Queen Creek Fire and Medical: Working smoke alarms, escape plan can save lives

Queen Creek Fire and Medical Department is joining forces with the National Fire Protection Association during Fire Prevention Week, Oct. 8 – 14, to urge residents to have a fire escape plan in place. Consider this scenario: It’s two in the morning. You and your family are fast asleep when you wake up to the smoke alarm sounding […]

New fire station to have safety, possible financial benefits for those in northwest Queen Creek

Residents in Queen Creek’s northwest communities could see shorter response times and reduced fire insurance rates now that a new fire station has opened to serve that area. On Aug. 29, the town of Queen Creek held a ribbon-cutting ceremony and open house to celebrate the opening of the Queen Creek Fire and Medical Department […]

Queen Creek fire officials share tips on how to avoid home incidents

Home fires are tragic incidents that can cause physical damage and safety concerns. It can be difficult to determine the specific cause of a fire depending on the damage to the structure, according to information released Aug. 22 by the Queen Creek Fire and Medical. Nationally, the most common causes are cooking, heating and electrical […]

Two people found dead after house fire in Queen Creek

Two people were found dead Wednesday afternoon after a fire at a Queen Creek home. Around 4:30 p.m. (Jan. 25), fire crews responded to a structure fire in the 21000 block of East Via Del Oro. [RAW VIDEO: Video 1 of fatal Queen Creek house fire from neighbor] “The flames were 25 feet out of the […]

Bee swarms increase in warm weather, Queen Creek firefighters warn

As temperatures rise and flowers bloom, bees become more active in the community. The Queen Creek Fire and Medical Department provides the following bee safety tips to help residents avoid any unfortunate encounters.

In general, bees can coexist with humans without incident; however, with the establishment of Africanized bees in Arizona, bee swarms and stings must be taken seriously. Africanized bees will respond more quickly to protect the nest. They will sting in larger numbers and chase an intruder up to a quarter of a mile or more, according to a press release.

The fire and medical district does not typically disperse bee swarms unless special circumstances are present such as aggressive, attacking bees that cannot be isolated from the public.

Bee swarms increase with warmer weather, firefighters warn

As temperatures rise and flowers bloom, bees become more active in the community. The Queen Creek Fire and Medical Department provides the following bee safety tips to help residents avoid any unfortunate encounters.

In general, bees can coexist with humans without incident; however, with the establishment of Africanized bees in Arizona, bee swarms and stings must be taken seriously. Africanized bees will respond more quickly to protect the nest. They will sting in larger numbers and chase an intruder up to a quarter of a mile or more, according to a press release.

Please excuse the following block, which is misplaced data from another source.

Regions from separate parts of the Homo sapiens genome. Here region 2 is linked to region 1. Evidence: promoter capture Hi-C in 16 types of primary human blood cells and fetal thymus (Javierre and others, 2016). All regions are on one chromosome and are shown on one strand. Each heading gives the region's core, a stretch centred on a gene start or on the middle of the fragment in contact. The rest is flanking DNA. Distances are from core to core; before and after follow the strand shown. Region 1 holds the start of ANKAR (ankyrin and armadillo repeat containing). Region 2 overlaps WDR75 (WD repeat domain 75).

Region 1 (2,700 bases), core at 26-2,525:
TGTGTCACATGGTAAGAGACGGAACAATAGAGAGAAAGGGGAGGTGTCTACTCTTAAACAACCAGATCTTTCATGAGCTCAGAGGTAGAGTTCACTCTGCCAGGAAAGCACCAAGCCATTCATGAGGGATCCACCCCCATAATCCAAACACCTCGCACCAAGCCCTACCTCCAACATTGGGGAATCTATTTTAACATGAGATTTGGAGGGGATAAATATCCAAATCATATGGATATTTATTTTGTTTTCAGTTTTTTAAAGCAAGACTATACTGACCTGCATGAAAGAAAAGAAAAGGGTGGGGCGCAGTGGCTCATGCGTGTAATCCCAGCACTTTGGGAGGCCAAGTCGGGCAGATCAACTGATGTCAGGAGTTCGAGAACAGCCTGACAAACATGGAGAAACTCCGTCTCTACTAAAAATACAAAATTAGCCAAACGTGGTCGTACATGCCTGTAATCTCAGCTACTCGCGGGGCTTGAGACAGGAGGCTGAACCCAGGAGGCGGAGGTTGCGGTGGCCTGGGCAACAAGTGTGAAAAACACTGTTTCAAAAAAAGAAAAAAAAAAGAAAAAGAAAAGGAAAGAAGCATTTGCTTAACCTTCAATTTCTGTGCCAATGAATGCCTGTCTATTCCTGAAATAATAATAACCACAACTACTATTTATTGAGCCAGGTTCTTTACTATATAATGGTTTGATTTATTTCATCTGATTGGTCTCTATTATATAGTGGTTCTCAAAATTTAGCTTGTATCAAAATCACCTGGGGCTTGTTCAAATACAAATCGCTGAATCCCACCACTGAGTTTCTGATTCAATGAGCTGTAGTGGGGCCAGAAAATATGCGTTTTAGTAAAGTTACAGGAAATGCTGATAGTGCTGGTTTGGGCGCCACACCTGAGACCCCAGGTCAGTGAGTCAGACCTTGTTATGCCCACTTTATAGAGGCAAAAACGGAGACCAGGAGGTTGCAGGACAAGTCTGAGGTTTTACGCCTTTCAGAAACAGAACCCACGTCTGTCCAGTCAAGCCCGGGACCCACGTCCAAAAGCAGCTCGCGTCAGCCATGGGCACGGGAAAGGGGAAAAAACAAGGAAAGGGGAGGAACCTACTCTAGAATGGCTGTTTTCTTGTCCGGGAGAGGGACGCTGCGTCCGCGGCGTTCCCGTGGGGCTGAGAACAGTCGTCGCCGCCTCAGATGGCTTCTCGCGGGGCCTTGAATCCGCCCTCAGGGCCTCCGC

The fire and medical district does not typically disperse bee swarms unless special circumstances are present such as aggressive, attacking bees that cannot be isolated from the public.

Queen Creek fire officials talk with residents during live Facebook chat

Participants of a live Facebook chat hosted by the town of Queen Creek Jan. 19 had an opportunity to learn more about how the Queen Creek Fire and Medical Department works and the services it offers.
The live online chats have become a communication tool offered by the town to enable residents to speak regularly to department heads about what is taking place in their division. The program was introduced on May 27, when Facebook followers were able to speak to Queen Creek Public Works Director Troy White. Later chats included Queen Creek Traffic Engineer Mohamed Youssef, who responded to questions about wait times at traffic signals and railroad crossings, among other traffic issues.
The 30-minute session Jan. 19 began at 7 p.m. Questions fielded by QCFMD Deputy Chief Vance Gray and Chief Ron Knight dealt with a range of topics, from service calls to upcoming classes.
Zac Baldwin asked about the department’s annual call volume.
“QCFM ran 2,571 calls for service in 2014 and 2,945 calls for service in 2015. We saw a 14 percent increase in call volume in 2015,” was the response.
During an interview after the chat, Chief Knight said about 80 percent of the first-responder calls dealt with emergency medical situations. The remaining 20 percent were fire-based calls involving fires, smoke-alarm checks, fire hydrants and other assistance, he said.
Kathy Emmert asked about the average call response time for both fire and police.
“Hi Kathy. Great question. We have a travel-time goal of four minutes or less to emergency calls. Travel-time is from the time we start driving to the call until we arrive. Looking over the last 12 months, we are about four minutes and 15 seconds. We do not have response times from MCSO Queen Creek but will get you that from them,” was the response.
Jen Wilson McDonald asked if the fire department would ever extend its coverage to the Ironwood Crossings residential community at Ocotillo and Ironwood.